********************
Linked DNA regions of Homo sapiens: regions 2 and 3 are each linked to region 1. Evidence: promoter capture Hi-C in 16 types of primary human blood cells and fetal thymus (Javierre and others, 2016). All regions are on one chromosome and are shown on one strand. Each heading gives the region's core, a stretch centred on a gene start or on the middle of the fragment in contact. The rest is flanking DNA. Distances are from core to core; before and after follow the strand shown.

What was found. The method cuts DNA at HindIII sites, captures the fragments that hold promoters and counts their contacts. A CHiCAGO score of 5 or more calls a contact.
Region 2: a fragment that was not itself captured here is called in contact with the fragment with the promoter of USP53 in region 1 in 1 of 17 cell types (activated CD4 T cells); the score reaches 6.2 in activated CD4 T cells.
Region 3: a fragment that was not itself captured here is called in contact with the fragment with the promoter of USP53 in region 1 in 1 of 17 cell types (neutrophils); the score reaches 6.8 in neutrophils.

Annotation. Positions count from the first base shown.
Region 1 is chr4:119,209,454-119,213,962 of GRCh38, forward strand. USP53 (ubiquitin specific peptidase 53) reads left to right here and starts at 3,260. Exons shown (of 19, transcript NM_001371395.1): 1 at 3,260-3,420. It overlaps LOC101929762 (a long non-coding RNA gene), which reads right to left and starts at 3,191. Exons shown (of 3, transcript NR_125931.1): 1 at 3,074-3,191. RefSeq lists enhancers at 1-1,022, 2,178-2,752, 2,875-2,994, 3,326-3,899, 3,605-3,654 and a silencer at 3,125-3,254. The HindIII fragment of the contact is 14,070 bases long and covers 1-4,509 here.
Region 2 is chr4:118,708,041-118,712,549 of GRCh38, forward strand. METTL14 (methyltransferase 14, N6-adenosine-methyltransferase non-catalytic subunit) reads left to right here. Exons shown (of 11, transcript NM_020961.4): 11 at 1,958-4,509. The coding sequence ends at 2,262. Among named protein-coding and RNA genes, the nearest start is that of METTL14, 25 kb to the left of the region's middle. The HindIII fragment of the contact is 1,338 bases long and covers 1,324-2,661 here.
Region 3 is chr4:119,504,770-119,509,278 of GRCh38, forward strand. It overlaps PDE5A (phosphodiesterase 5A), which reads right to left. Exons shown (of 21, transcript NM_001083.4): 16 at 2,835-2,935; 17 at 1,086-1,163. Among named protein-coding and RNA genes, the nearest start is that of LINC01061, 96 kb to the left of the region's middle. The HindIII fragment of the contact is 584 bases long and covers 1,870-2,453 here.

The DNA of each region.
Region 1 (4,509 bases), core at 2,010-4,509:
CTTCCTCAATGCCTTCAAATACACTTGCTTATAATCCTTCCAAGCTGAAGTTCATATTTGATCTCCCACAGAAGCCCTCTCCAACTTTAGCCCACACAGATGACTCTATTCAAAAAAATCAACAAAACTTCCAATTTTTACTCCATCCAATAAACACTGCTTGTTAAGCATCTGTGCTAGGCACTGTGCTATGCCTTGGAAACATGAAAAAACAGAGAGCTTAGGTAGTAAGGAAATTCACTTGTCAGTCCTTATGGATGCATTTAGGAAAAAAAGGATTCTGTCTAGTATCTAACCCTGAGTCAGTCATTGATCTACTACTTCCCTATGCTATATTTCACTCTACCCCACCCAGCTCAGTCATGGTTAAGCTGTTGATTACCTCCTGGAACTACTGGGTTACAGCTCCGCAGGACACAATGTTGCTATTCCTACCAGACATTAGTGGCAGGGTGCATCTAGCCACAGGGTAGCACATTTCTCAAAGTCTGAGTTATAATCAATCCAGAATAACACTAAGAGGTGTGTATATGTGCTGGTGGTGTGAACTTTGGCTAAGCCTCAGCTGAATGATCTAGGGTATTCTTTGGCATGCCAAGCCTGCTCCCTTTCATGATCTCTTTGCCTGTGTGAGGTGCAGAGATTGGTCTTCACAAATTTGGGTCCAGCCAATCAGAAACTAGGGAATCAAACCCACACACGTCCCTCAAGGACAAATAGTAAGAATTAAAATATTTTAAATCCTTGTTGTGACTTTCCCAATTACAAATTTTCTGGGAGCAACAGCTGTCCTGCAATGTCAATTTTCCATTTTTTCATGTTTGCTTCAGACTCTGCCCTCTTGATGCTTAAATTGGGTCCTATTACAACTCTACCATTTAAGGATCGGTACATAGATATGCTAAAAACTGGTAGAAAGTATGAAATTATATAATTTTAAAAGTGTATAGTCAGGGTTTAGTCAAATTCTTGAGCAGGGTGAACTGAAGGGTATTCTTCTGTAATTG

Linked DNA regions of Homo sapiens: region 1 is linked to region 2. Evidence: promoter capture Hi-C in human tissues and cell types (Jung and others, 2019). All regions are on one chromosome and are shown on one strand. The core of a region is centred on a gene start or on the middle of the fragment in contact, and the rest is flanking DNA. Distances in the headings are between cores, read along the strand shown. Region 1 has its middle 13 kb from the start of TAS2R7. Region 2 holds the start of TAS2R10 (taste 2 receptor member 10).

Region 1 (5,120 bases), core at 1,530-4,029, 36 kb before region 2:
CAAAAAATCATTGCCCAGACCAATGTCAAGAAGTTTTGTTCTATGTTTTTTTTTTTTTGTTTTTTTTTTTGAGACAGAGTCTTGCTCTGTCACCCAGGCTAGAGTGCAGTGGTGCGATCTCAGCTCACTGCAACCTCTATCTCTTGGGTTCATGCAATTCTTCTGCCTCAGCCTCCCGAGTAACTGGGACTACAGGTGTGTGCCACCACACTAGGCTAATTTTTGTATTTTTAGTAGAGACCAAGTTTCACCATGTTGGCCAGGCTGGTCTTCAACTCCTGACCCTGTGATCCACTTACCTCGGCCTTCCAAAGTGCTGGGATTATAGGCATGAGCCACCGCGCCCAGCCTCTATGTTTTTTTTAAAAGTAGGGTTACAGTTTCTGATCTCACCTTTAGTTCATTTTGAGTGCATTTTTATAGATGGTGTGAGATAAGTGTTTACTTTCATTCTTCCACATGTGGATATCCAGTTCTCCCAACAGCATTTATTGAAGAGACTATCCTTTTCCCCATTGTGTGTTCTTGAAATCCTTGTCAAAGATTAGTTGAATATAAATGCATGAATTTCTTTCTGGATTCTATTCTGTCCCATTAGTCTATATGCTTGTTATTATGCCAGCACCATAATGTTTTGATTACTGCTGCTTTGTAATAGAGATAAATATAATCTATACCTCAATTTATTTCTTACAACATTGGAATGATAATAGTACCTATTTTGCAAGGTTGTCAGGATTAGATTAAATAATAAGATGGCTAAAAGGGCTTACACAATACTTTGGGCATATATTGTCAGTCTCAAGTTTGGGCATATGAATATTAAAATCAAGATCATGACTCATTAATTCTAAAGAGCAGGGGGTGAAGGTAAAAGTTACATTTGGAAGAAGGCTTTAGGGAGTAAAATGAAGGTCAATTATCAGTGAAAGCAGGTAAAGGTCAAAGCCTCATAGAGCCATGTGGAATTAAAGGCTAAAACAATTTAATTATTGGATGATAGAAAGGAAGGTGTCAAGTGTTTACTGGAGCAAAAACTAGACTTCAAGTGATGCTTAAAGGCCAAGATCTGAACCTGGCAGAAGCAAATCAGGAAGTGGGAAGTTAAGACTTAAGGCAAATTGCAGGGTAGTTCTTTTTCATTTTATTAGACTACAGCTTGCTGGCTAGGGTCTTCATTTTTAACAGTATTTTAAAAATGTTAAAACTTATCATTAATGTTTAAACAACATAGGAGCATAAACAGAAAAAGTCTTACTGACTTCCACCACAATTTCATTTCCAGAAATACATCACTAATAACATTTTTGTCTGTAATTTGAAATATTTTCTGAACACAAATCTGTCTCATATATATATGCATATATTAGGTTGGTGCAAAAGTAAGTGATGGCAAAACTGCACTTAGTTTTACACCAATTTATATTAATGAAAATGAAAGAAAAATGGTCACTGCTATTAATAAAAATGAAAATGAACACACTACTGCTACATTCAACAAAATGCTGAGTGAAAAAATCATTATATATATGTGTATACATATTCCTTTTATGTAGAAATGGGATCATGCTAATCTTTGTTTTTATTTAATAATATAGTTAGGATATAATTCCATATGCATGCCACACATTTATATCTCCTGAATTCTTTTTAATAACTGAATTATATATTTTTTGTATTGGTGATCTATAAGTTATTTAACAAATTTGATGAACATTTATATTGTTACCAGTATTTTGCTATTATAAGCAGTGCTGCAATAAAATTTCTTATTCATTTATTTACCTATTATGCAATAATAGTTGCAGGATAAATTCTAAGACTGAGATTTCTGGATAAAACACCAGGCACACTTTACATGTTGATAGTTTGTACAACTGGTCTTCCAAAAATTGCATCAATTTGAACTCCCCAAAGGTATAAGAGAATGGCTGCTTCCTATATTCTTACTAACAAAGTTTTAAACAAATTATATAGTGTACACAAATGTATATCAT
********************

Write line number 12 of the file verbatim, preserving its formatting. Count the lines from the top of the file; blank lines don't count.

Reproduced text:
Linked DNA regions of Homo sapiens: region 1 is linked to region 2. Evidence: promoter capture Hi-C in human tissues and cell types (Jung and others, 2019). All regions are on one chromosome and are shown on one strand. The core of a region is centred on a gene start or on the middle of the fragment in contact, and the rest is flanking DNA. Distances in the headings are between cores, read along the strand shown. Region 1 has its middle 13 kb from the start of TAS2R7. Region 2 holds the start of TAS2R10 (taste 2 receptor member 10).